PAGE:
It can be a bitter pill to swallow, particularly when there are no obvious symptoms prior to the accident, but there is no reason to say the solicitor has been negligent or that the claim has been under settled in these circumstances. 

However, where such cases can be undersettled is in the opposite situation: where the injury seems out of all proportion to the accident itself and does not stem from a pre-existing condition.  Chronic Regional Pain Syndrome is one such example where something that is relatively minor can trigger excruciating pain.

I will give you another example here on a case I had the pleasure in assisting the then Coroner of my home county when I was a mere trainee solicitor many years ago.  In that instance, our client was involved in a rear-end shunt.  It should have resulted in minor whiplash but instead, his consequential injuries were phenomenal and quite rare.  It started in his lower legs where his nerves and skin became hyper-sensitive and it gradually extended up his body.  It was quite extreme: even a whisper of a breeze across his skin had him in agony.  It resulted in him being largely wheelchair-bound and subsequently bedbound, needing 24/7 care and adapted accommodation for him and his carers.  A minor shunt had therefore devastated his life.

He made a compensation claim and the other side fought tooth and nail to establish a connection between his symptoms and a pre-existing medical condition.They were unsuccessful and eventually settled his claim for a seven figure sum.

These are extreme examples, but they illustrate that injuries aren’t always what they seem at first glance. Valuing an injury claim calls for specialist expertise and a good grasp of all the relevant legal principles. If an injury solicitor doesn’t investigate a case properly, perhaps by failing to obtain medical evidence linking a claimant’s medical condition to the accident, then the risk of under settlement arises.

If you feel that your personal injury claim has been significantly under settled, we are always happy to consider whether you can sue your injury solicitor.  If there is no evidence they have got anything wrong we may not be able to help, but if they have, well then, “the yolk’s on them”: we will be more than happy to assist.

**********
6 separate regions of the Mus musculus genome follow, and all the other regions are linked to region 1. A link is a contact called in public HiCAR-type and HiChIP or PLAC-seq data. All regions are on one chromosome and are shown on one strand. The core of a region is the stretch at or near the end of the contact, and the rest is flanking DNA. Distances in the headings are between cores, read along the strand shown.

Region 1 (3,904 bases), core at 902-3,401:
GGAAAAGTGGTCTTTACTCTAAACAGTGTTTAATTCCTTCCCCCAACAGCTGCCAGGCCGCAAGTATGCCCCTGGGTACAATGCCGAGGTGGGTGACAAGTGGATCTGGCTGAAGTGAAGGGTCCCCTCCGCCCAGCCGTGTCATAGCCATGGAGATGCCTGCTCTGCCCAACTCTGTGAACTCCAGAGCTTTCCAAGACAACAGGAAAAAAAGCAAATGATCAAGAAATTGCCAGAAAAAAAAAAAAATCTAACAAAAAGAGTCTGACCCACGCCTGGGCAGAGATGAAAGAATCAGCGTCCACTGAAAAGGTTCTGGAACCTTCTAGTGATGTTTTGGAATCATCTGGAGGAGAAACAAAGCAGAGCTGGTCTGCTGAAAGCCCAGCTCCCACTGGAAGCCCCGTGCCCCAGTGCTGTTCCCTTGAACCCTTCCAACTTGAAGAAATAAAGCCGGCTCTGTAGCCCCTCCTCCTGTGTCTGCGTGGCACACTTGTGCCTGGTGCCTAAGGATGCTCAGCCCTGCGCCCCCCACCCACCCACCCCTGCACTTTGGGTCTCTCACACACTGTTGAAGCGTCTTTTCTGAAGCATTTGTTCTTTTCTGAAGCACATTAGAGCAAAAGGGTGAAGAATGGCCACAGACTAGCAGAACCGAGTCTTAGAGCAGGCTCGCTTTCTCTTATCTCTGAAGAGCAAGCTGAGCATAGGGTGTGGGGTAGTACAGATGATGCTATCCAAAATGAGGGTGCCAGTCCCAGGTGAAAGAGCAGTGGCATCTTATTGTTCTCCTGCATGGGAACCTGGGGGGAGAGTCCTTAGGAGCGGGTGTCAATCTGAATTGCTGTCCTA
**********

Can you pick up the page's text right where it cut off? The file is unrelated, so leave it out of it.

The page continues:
Emma Slade is a solicitor in our professional negligence department specialising in negligence claims against solicitors on a no win, no fee basis. We offer a free case assessment service. Submit brief details by email to [email protected] or call us on 0808 139 1595.

Can I sue a solicitor for negligence?

When we are asked, ‘Can I sue a solicitor for negligence?’ there are 5 important questions that need to be considered:

1. Has the solicitor been negligent?

2. Have you suffered financial loss?

3. Have you mitigated your loss?

4. Is the claim within the time limits?

5. Is it worth pursuing?

We will look at all these points below.

Has the solicitor been negligent?

This is the first and most obvious question. To sue a solicitor, you have to show that they owed you a duty of care and then acted in breach of that duty.

It will be evident in most instances whether or not a solicitor owes you a duty of care, but it isn’t always straightforward. For instance, if the solicitor was acting for someone else or the work was done free of charge no then legal duty of care to you may arise.

A solicitor’s breach of their duty of care is what most people mean when they talk about ‘negligence’. The test to determine whether there has been a breach of the duty of care is simple: has the conduct of the solicitor fallen below the standard to be expected from a reasonably competent solicitor?  This question needs to be carefully considered. Just because you lost your case doesn’t mean your solicitor was wrong in his advice.  Or if you didn’t get the outcome you had hoped for or the amount you were seeking, then it doesn’t necessarily follow that your solicitor was negligent.  There is a long running joke: put four lawyers in a room and you’ll get five different opinions! 

Have you suffered financial loss?

This is the part that most people forget. The solicitor may have made a mistake, but unless that error has actually caused you financial loss, you won’t have a claim.  And it must be direct financial loss.  If there has been an intervening event that has caused the loss or the loss would have been suffered even if the solicitor had not breached their duty of care, then the claim is likely to fail.

Have you mitigated your loss?

All claimants have a duty to take reasonable steps to ‘mitigate’ their loss. By this, we mean taking reasonable action to minimise the financial impact of the solicitors negligence.  But what is a reasonable course of action?  What if, to mitigate, it is going to cost a lot of money or take too much time?  And how do you know that what you have done is ‘reasonable’?